Jeremy Hobson: In just a couple of hours we'll get the monthly jobs report from the Labor Department, which tells us how many jobs the U.S. economy created last month. And what the new unemployment rate is.
It's expected to show government job losses as the public sector cuts spending. And that's a story we'll likely see in the months to come, since big government spending cuts are expected to be part of any deal to raise the federal debt ceiling.
So what about the argument that government spending cuts help the private sector? Here's our Washington Bureau Chief John Dimsdale.
John Dimsdale: Conservative economists say government deficits are killing new jobs. How? Antony Davies at Duquesne University says entrepreneurs are afraid to invest in new products and services because they fear taxes will go up.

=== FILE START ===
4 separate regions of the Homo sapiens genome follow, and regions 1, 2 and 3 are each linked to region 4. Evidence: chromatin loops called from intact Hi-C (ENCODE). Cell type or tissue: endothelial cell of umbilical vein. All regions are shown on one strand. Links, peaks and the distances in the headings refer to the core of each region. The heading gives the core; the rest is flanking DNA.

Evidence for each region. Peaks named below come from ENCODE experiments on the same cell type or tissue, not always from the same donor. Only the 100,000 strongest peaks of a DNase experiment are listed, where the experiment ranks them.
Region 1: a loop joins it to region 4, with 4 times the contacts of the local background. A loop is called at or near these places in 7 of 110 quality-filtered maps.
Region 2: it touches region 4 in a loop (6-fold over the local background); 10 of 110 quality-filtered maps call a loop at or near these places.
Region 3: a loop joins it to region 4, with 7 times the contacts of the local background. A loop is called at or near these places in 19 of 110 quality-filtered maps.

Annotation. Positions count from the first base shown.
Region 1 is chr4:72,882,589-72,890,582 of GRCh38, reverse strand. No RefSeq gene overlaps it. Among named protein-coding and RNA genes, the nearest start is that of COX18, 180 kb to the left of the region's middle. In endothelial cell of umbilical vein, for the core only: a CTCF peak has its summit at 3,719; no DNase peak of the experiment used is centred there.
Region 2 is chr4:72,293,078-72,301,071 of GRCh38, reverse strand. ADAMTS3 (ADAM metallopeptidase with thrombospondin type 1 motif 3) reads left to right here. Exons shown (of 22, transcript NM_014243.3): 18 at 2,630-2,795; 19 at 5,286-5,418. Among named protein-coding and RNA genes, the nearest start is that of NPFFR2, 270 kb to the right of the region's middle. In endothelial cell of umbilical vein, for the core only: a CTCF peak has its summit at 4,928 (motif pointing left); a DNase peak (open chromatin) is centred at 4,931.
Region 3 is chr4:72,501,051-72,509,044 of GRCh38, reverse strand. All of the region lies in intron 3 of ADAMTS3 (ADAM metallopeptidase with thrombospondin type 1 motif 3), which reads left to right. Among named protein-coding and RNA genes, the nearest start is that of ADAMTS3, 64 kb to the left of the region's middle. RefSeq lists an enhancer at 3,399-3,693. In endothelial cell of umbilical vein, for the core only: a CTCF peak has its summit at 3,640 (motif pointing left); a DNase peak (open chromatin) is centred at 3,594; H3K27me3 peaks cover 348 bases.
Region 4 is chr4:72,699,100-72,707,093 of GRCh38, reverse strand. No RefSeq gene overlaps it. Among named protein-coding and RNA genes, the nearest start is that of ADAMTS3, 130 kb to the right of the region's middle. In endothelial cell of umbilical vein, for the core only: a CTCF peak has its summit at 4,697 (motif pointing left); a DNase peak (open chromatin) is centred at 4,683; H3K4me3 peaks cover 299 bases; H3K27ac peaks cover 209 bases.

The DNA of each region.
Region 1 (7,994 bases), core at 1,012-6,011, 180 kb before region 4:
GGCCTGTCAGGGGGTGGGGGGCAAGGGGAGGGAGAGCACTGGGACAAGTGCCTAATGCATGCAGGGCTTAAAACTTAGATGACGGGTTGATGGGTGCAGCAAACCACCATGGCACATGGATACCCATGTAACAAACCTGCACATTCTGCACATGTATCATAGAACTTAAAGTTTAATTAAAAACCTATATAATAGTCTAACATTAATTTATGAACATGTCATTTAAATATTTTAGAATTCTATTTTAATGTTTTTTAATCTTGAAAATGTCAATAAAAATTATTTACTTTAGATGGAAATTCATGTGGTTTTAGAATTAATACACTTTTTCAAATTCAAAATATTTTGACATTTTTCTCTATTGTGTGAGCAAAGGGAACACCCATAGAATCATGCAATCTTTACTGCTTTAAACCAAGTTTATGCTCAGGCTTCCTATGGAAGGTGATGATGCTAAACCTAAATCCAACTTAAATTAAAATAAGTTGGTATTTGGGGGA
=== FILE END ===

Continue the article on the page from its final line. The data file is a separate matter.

Antony Davies: You anticipate that quite possibly five, 10 years down the road, the government is going to turn, point to you and say, 'Ah, you're a rich person, we're going to tax you more to satisfy our deficit needs.' Then you're going to think twice about starting this new business.
But other economists say it's not the fear of taxes that's keeping employers' wallets closed.
Robert Shapiro: People aren't investing because demand is slow.
Sonecon economist Robert Shapiro says in today's sluggish economy, government spending creates jobs. Professor Davies doesn't buy it.
Davies: That song is missing its second verse.
When the bill comes due for deficit spending, he says, the economy -- and jobs -- will suffer even more.
In Washington, I'm John Dimsdale for Marketplace.